(a) Selected log2 fold-change estimates between Myl2 negative and positive cells at ED11.5 and ED9.5 with accompanying 95% confidence intervals. Comparisons were included in figure if 95% confidence interval did not overlap zero and at least 3 cells in each group expressed the gene of interest. (b) Rank values at ED9.5 and ED11.5 for Myl2 expression revealed two different Myl2 populations ED11.5 by Mann-Whitney U test. (c) Prominent differences in median Cq values at ED11.5 for the Myl2High and Myl2Low populations could be identified for Itga6, Myl2, Hey2, Myl7 and Hey1 by with the Mann–Whitney U test where *** P<0.001. (d) Proportion of positive cells ED11.5 between the Myl2High and Myl2Low group showed to be statistically significant for genes Itga6, Itga5, Itga1, Hey2 and Cx45, *** P<0.001. (e) Selected log2 fold-change estimates between Myl2Low and the Myl2High group at ED11.5 with accompanying 95% confidence intervals. Comparisons were included in figure if 95% confidence interval did not overlap zero and at least 3 cells in each group expressed the gene of interest.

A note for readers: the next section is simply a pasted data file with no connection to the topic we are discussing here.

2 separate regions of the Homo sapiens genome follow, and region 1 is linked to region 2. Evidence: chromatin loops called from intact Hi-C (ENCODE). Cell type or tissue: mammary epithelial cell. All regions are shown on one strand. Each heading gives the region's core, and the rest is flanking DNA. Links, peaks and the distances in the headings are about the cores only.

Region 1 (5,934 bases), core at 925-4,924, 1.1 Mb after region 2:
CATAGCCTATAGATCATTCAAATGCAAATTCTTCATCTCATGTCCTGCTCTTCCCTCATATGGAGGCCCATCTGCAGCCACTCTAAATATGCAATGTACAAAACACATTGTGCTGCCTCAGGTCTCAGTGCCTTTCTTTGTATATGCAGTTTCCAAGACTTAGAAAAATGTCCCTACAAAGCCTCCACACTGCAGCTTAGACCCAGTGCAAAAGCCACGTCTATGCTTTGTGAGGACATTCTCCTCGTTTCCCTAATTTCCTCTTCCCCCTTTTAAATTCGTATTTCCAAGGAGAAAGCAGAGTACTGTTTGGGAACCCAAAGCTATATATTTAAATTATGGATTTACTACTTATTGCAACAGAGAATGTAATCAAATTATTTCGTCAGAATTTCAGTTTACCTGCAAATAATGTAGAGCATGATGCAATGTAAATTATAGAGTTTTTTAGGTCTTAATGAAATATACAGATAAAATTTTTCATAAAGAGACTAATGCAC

Subsequently, we focused on the Myl2+ population at both time points. In analyzing Myl2+ cells, further investigation of a Mann-Whitney U revealed a bimodal distribution of Myl2 expression at ED11.5. A similar distribution could not be discerned at ED9.5 (Fig 2B), thus, indicating that the groups started to separate after ED9.5. These results directed our study to primarily focus on the later time point of ED11.5 where the presence of more mature cells and this separation of Myl2+ populations would be evident. Depending on their Myl2 expression level at ED11.5, the two groups were named Myl2High or Myl2Low. The expression level and number of positive cells for a range of cardiomyocyte and differentiation markers were compared between the two populations (Fig 2C and 2D). Myl2High cells had a significantly higher expression level of Itga5, Myl2 and the ventricular transcription factor Hey2 while showing significantly lower expression of atrial Myl7, the atrial transcription factor Hey1 and Itga6 (Fig 2C). Furthermore, the Myl2High group had significantly more cells expressing Itga1, Itga5, Hey2 and Cx45 while significantly fewer cells expressed Itga6 (Fig 2D). Gene expression analysis revealed that the Myl2High population had a higher expression of extracellular markers Itga5 (Log2 Fold-change = 2.5, 95% CI [0.8–4.4]), Itga1 (Log2 Fold-change = 2.25, 95% CI [0.9–3.7]), Cx45 (Log2 Fold-change = 1.2, 95% CI [0.15–2.5]) and Cx43 (Log2 Fold-change = 2.5, 95% CI [1.1–4.0]) as well as Hey2 (Log2 Fold-change = 7.6, 95% CI [5.0–10.5]) and Myl2 (Log2 Fold-change = 8.1, 95% CI [7.4–8.6]) (Fig 2E) while the Myl2Low population had a higher expression of, amongst others, extracellular markers Itga6 (Log2 Fold-change = 4.7, 95% CI [3.0–6.3]), Cx40 (Log2 Fold-change = 2.9, 95% CI [1.1–4.4]) as well as Myl7 (Log2 Fold-change = 1.3, 95% CI [0.9–1.7]) and Hey1 (Log2 Fold-change = 2.7, 95% CI [1.2–4.1]) (Fig 2E).